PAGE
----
P.J. O'Rourke, "On God", Search Magazine, 2007-03
Jacob Sullum looks at the growing support for mandatory calorie signage in fast food restaurants:
Since they overestimate the demand for nutritional information, advocates of menu mandates also overestimate the impact of making it more visible. "Menu board labeling has the potential to dramatically alter the trajectory of the obesity epidemic in California," the California Center for Public Health Advocacy claims, projecting a weight loss of nearly three pounds a year per fast food consumer. The New York City Department of Health and Mental Hygiene, which began enforcing a calorie count requirement last month, predicts it will stop 150,000 people from becoming obese and prevent 30,000 cases of diabetes during the next five years.
Both estimates are based on a study conducted by New York's health department before the city's menu rule took effect. The researchers asked about 7,300 customers at fast food restaurants in the city whether they had seen and made use of nutritional information, which is typically displayed on posters, brochures, tray liners, or counter mats (as well as on the chains' websites). They also examined the customers' receipts so they could calculate the calorie content of the food they purchased.
This hopeful attitude towards mandatory labelling is a sort of healthcare cargo cult: the practitioners passionately believe that a) people will bother to read the labels, b) that having read, they'll order "better" food, and c) that this effect — should it actually exist — will be permanent.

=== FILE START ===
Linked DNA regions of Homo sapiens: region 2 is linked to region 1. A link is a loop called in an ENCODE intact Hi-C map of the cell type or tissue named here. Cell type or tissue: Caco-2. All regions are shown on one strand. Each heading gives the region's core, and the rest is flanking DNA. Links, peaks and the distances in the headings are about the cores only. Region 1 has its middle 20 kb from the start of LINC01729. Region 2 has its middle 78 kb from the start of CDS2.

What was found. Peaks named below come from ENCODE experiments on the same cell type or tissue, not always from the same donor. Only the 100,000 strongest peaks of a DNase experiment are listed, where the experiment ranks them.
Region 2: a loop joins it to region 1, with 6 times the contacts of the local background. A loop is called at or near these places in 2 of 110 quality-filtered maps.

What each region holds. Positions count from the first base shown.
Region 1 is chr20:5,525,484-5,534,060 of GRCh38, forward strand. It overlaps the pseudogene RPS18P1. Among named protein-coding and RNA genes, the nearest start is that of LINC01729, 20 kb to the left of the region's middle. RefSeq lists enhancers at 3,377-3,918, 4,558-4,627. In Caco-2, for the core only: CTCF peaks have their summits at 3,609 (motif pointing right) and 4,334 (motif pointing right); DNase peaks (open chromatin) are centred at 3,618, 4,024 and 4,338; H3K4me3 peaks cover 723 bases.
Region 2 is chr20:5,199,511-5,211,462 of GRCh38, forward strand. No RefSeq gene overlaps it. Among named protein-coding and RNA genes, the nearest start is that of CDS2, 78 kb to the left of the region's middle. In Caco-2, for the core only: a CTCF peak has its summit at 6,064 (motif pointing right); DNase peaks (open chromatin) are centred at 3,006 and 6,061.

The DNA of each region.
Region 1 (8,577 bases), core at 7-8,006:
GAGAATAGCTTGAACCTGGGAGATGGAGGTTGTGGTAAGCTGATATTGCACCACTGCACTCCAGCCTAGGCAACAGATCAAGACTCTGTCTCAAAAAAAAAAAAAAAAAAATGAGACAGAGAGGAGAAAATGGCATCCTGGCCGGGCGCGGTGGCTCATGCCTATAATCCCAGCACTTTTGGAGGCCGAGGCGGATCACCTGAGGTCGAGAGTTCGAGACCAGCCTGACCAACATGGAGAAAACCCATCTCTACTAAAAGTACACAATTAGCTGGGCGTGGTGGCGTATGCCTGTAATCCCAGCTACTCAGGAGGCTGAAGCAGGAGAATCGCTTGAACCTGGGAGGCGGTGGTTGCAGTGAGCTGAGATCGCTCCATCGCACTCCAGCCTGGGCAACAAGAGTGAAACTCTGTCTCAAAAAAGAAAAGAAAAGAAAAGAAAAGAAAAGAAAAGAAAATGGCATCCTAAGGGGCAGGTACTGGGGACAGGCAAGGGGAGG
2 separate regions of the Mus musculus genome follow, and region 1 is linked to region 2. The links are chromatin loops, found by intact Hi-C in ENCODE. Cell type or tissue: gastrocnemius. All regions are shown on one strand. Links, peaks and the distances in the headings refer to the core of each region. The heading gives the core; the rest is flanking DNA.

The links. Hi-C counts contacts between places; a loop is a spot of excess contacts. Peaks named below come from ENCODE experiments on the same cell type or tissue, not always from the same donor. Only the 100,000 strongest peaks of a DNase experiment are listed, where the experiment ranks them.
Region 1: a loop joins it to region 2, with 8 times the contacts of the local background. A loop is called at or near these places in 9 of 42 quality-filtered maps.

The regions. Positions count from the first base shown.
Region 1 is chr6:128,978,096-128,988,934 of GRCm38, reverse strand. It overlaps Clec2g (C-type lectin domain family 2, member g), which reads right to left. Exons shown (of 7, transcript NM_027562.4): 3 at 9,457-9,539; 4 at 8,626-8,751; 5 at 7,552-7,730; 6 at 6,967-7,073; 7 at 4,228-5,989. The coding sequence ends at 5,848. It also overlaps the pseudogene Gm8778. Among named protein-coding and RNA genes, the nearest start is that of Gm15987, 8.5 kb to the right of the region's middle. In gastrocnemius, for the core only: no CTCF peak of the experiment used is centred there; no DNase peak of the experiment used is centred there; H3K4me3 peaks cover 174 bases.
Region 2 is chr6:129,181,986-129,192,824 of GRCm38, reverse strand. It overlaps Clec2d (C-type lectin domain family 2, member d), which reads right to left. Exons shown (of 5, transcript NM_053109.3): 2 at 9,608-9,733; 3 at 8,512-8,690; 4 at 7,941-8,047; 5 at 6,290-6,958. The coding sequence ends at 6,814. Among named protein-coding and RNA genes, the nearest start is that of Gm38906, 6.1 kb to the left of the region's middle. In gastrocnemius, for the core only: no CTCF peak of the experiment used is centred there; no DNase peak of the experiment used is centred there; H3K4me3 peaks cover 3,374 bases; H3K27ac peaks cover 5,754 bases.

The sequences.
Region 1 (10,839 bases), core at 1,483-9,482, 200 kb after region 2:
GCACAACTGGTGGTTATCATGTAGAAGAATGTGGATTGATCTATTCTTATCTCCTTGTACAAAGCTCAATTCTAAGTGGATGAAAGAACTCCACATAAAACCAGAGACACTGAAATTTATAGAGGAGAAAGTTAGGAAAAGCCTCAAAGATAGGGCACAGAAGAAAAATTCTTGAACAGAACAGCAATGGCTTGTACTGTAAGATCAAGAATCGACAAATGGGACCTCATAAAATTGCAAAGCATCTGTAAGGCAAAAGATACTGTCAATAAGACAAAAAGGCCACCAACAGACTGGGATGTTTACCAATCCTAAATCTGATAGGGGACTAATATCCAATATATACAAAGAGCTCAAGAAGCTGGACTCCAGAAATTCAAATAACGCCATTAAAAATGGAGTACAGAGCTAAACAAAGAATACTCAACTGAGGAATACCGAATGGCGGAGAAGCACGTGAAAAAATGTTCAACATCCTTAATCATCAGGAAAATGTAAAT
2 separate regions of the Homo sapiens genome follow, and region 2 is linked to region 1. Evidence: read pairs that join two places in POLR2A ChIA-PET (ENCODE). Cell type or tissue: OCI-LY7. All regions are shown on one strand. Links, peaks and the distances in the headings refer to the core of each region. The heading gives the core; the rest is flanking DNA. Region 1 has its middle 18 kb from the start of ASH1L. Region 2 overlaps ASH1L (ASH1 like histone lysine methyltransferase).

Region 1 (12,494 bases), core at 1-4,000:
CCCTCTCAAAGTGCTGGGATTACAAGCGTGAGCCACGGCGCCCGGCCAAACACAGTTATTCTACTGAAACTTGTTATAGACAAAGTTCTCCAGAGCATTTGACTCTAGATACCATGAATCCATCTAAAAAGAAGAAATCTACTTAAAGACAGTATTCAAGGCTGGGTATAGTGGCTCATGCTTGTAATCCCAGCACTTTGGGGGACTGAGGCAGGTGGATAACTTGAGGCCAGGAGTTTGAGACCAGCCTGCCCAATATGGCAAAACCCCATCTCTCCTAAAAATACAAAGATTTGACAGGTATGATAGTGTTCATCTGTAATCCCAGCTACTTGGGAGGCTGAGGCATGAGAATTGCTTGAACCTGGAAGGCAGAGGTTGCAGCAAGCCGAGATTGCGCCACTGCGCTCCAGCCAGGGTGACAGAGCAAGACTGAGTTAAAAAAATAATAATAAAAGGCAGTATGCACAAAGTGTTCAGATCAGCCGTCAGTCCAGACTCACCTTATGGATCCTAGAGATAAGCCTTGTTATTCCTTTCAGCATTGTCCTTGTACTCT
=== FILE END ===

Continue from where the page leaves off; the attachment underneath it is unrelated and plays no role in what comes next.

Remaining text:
They'd be just as effective building airstrips.
Ronald Bailey isn't expecting royal honours after Prince Charles ascends the throne:
His Royal Highness, the Dunce of Wales, Speaks Against Biotech Crops
[. . .] There's a tremendous amount of anti-biotech misinformation packed into this interview. First and foremost, farmers in both developed and developing countries will not adopt biotech crops unless they benefit from them, either from greater productivity, fewer input costs, improved sustainability or all three.
Let's consider just a few cases: Biotech insect-resistant corn in the Philippines boosted yields by 37 percent, reduced the costs of insecticide spraying by 60 percent, maintained populations of beneficial insects in the fields, and increased farmers' profits by 88 percent. With regard to sustainability, herbicide-resistant biotech crops make soil saving no-till farming more possible and new varieties of biotech rice reduce the run-off of nitrogen fertilizer that can damage waterways. Finally, His Royal Witless ignores the fact that of the 12 million farmers who have adopted biotech crops, 11 million of them are resource-poor farmers working in developing countries.
For all that some might say that Prince Charles has his heart in the right place, he's clearly got his facts from some alternate universe . . .
Update: Commenter "ChrisH" wraps it up wonderfully well:
Posted by Nicholas at 09:28 AM | Comments (0)
Who'da thunk? Diana was the sharp tool in that toolshed.
I like the "peasants — back to your farms!" tone of some of it. Uh, I think you lost that argument 200 years ago.
But then, this:
dysfunctional conurbations of unmentionable awfulness
My gawd, the man is a poet. I don't even know what it means, but I want to set it to music.